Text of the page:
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Pennsylvania Great Outdoors: Ghost Towns of the Clarion River Corridor – Lily Pond

Monday, July 15, 2019 @ 12:07 AM

Posted by PA Great Outdoors

clarion river aPennsylvania Great Outdoors submitted the following blog on ghost towns along the Clarion River.

This history is the ninth in a series of articles drawn from the writings of John Imhof in his book Elk County: A Journey through Time published in 2003 describing the ghost towns that once existed along the Clarion River from Ridgway to Hallton and adjacent to Ridgway.

Mr. Imhof’s book is very popular, and the first printing was sold out but is available again through Amazon.com.

Lily Pond – 1840’s to 1904, perhaps the least documented site along the Clarion corridor is the small settlement of Lily Pond.

To call this site a town could be considered a misnomer since it was most likely more of a logging and rafting camp that was used only when work was available. What little is known about Lily Pond comes primarily from this writer’s association with a resident of Portland Mills, Mr. Harry Fulmer. Harry grew up in the Lake City area on the plateau above the Clarion River and Lily Pond. His father, Aaron Fulmer, was a well-known lumberman and raft pilot and is believed to have worked at Lily Pond from time-to-time. This conclusion was drawn from Harry’s memories and from a discovery made many years ago by Ron Cleaver, then also a resident of Portland Mills. Ron, while exploring in the Lily Pond area located a large metal log stamp with the initials A. F., or Aaron Fulmer. Harry recalled his relatives speaking of the area, and physical evidence served to confirm the recollections.

Other sources of information on the site come from accounts, albeit brief, in the classic book “True Tales of the Clarion River.”

One account, by the aforementioned Mr. Oliver Meddock, states that “Aaron Fulmer and other parties were located at Lake City.” This again confirms Harry’s recollections. The account comes from a gentleman named L. G. Reynolds who had spent most of his life working on the river.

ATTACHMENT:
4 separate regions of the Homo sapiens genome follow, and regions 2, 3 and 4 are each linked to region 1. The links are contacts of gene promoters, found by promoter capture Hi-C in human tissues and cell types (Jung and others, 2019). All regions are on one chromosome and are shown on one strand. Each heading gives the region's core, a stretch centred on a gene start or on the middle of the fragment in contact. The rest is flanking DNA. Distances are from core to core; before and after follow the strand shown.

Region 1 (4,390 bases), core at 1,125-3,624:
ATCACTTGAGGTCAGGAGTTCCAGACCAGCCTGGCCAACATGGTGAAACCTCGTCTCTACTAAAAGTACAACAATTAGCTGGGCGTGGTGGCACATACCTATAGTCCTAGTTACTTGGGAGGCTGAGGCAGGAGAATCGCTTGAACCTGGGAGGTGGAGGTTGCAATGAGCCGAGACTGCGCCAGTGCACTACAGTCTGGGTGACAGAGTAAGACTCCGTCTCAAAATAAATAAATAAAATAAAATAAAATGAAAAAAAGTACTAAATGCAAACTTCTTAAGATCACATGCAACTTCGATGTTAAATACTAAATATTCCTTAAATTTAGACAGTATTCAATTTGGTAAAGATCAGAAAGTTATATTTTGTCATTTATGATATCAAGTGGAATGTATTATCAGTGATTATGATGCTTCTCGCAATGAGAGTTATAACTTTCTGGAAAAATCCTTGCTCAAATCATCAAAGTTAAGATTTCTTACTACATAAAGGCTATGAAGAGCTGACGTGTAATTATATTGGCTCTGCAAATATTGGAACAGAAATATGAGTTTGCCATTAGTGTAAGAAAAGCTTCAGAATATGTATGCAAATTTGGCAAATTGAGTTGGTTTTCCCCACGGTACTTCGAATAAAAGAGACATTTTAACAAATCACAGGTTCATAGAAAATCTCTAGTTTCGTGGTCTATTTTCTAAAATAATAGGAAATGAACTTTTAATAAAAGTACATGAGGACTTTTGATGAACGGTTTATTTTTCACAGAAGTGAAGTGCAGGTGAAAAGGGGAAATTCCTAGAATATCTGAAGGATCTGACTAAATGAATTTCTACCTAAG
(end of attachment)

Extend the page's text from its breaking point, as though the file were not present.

Reynolds recalled that, “I saw the giant raft of square timber that was put in at Lily Pond by Andy Rhines. It was cork pine timber and contained fourteen thousand five hundred cubic feet. It was run by Andy Rhines in about 1867.” Meddock further states, “Andrew Rhines was the man who built that splendid lumber camp Lake City, situated two miles above the river in Spring Creek Township. He lost nearly all the timber he had piled along the river.”

Lily-Pond-Between-Arroyo-and-Irwintown-1840s-to-1904.pdf(Click on image for a larger version.)

Based on topography, this seems to point to Lily Pond as a shipping point for the Rhines operation. It follows that others would have used this area since it is the most convenient to the Lake City area.

A final account from March 1904 states: “At Lily Pond, between Arroyo and old Beech Bottom and Hallton, David Moore of Summerville put in 25,000 cubic feet of hemlock timber the past winter David Moore has one winter more on his lot.”

One other possibility exists for Lily Pond, but it provides little in the way of additional information. It seems possible that Lily Pond was also known as Middletown, at least to the people in the Lake City area. To this day, the road that once led to Lily Pond from Lake City is still marked as Middletown Road. Since Middletown was such a common name, perhaps Lily Pond was adopted to distinguish the site from the numerous other Middletowns. The name would have made sense, since Lily Pond was located midway between Arroyo and Irwintown or between Hallton and Portland Mills.

A similar naming was applied to a town in Northern Elk County.

That Middletown sat midway between the towns of Sackett and Corduroy. However, this is only a theory and not without alternative explanation. One very good source, Curt Olson of Lake City, has stated that it is his belief that the road was named simply because it was located in “the middle of the town” of Lake City. Lily Pond today is a scenic gem at any season of the year.

The Clarion is particularly beautiful near the site and the hills are steep and covered with large hemlock, laurel, and rhododendron. The grade of the Clarion River Railway makes for easy access, particularly from the canoe launch at Irwintown. It is another site worth visiting.

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